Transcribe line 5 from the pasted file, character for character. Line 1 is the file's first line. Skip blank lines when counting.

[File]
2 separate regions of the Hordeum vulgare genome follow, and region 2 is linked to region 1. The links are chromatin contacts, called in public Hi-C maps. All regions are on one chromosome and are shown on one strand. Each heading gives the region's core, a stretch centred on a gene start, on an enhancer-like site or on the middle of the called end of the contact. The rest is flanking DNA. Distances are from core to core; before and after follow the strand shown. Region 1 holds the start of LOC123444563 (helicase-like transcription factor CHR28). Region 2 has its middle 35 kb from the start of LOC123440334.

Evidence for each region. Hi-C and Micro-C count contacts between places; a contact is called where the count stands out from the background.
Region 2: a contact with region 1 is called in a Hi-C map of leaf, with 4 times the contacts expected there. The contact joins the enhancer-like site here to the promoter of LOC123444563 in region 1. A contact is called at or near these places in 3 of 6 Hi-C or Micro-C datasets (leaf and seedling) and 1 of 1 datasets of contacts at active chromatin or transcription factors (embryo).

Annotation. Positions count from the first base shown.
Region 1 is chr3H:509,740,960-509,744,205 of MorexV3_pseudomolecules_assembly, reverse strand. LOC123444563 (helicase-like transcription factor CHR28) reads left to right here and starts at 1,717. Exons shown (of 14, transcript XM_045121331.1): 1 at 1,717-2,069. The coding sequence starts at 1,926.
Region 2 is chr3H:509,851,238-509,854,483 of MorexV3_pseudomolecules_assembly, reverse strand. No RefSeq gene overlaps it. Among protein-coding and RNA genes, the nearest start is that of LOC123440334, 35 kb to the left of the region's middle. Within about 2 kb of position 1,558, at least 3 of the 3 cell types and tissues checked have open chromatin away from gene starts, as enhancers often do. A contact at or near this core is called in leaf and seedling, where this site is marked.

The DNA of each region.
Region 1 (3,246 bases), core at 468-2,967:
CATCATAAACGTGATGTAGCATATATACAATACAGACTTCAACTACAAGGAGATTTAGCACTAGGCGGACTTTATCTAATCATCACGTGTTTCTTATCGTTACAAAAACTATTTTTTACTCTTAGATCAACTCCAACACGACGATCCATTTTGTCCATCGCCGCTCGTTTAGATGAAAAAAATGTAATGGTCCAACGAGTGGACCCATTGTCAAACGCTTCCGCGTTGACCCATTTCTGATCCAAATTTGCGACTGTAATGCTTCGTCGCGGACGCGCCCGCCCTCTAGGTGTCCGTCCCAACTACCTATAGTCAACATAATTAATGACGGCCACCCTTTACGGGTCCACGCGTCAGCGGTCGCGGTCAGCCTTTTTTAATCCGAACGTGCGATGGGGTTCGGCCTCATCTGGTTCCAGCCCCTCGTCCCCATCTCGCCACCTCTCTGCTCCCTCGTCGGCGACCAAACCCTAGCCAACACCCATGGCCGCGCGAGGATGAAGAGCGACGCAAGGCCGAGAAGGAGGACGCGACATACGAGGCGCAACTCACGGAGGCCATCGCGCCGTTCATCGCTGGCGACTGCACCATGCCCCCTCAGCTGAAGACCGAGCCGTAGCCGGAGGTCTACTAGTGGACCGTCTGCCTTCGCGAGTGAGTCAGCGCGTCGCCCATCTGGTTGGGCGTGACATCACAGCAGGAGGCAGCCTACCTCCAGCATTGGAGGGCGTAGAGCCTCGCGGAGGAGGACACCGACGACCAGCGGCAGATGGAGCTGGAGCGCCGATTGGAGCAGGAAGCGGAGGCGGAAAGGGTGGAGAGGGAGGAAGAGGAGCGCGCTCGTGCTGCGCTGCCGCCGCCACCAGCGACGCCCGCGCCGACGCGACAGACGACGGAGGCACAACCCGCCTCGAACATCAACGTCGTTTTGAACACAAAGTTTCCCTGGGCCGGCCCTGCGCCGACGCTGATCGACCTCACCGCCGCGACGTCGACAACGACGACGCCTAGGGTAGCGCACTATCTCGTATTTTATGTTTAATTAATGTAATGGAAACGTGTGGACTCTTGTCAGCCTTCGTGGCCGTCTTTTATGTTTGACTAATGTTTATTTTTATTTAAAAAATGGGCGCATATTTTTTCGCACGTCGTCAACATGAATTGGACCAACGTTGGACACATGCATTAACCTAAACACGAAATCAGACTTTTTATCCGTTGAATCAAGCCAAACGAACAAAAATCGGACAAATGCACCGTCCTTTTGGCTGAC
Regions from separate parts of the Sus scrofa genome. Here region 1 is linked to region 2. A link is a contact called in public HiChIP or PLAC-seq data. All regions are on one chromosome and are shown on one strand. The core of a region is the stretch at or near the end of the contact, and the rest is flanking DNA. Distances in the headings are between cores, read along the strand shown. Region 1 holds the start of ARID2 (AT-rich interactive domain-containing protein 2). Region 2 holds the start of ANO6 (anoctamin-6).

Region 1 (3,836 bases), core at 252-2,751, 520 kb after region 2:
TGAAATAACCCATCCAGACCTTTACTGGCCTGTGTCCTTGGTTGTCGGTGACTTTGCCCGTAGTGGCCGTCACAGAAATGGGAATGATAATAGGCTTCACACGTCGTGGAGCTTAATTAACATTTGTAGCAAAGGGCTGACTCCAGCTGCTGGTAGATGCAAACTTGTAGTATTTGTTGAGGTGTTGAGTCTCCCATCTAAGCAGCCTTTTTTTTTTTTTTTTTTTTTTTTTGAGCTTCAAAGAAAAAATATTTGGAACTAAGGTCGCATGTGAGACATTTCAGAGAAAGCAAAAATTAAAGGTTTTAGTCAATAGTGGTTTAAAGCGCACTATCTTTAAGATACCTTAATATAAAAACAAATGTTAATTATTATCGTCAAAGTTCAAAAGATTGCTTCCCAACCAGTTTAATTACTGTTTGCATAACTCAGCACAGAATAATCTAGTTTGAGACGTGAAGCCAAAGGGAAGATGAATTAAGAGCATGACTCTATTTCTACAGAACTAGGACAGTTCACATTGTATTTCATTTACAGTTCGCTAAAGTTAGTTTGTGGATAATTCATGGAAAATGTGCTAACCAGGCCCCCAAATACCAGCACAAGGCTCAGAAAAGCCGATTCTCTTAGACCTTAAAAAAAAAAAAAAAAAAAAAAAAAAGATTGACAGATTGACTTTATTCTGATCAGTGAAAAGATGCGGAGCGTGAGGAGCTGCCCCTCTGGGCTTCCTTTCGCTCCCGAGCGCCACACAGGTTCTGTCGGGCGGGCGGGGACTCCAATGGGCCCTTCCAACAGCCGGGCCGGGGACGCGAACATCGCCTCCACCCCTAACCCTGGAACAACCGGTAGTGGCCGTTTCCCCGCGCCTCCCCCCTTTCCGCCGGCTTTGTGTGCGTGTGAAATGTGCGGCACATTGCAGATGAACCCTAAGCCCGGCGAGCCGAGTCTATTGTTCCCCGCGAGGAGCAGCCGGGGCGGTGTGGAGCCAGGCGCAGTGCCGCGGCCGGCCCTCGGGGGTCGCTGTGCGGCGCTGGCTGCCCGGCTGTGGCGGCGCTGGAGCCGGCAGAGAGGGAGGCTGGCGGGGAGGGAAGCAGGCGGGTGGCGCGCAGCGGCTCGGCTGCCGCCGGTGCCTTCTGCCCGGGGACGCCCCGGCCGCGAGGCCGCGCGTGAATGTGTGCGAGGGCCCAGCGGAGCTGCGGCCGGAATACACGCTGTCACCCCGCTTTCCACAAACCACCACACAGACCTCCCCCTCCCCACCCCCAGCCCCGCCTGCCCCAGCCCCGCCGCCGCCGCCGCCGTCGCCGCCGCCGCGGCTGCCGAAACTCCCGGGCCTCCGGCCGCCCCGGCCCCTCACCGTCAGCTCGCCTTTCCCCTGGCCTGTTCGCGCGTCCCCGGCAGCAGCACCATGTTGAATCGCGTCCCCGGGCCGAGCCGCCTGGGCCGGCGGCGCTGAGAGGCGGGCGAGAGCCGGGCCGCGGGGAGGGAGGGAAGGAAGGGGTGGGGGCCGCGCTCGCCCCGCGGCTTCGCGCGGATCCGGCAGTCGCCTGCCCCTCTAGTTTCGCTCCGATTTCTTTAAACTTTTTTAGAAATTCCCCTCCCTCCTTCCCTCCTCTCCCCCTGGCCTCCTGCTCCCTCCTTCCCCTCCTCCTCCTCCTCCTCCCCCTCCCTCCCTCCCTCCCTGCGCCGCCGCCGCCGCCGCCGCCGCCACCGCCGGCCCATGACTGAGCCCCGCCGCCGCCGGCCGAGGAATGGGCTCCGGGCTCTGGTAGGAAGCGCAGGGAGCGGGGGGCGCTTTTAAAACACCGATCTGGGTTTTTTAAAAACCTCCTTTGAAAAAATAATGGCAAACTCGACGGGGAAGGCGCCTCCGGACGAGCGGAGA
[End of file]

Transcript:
Region 1 is chr3H:509,740,960-509,744,205 of MorexV3_pseudomolecules_assembly, reverse strand. LOC123444563 (helicase-like transcription factor CHR28) reads left to right here and starts at 1,717. Exons shown (of 14, transcript XM_045121331.1): 1 at 1,717-2,069. The coding sequence starts at 1,926.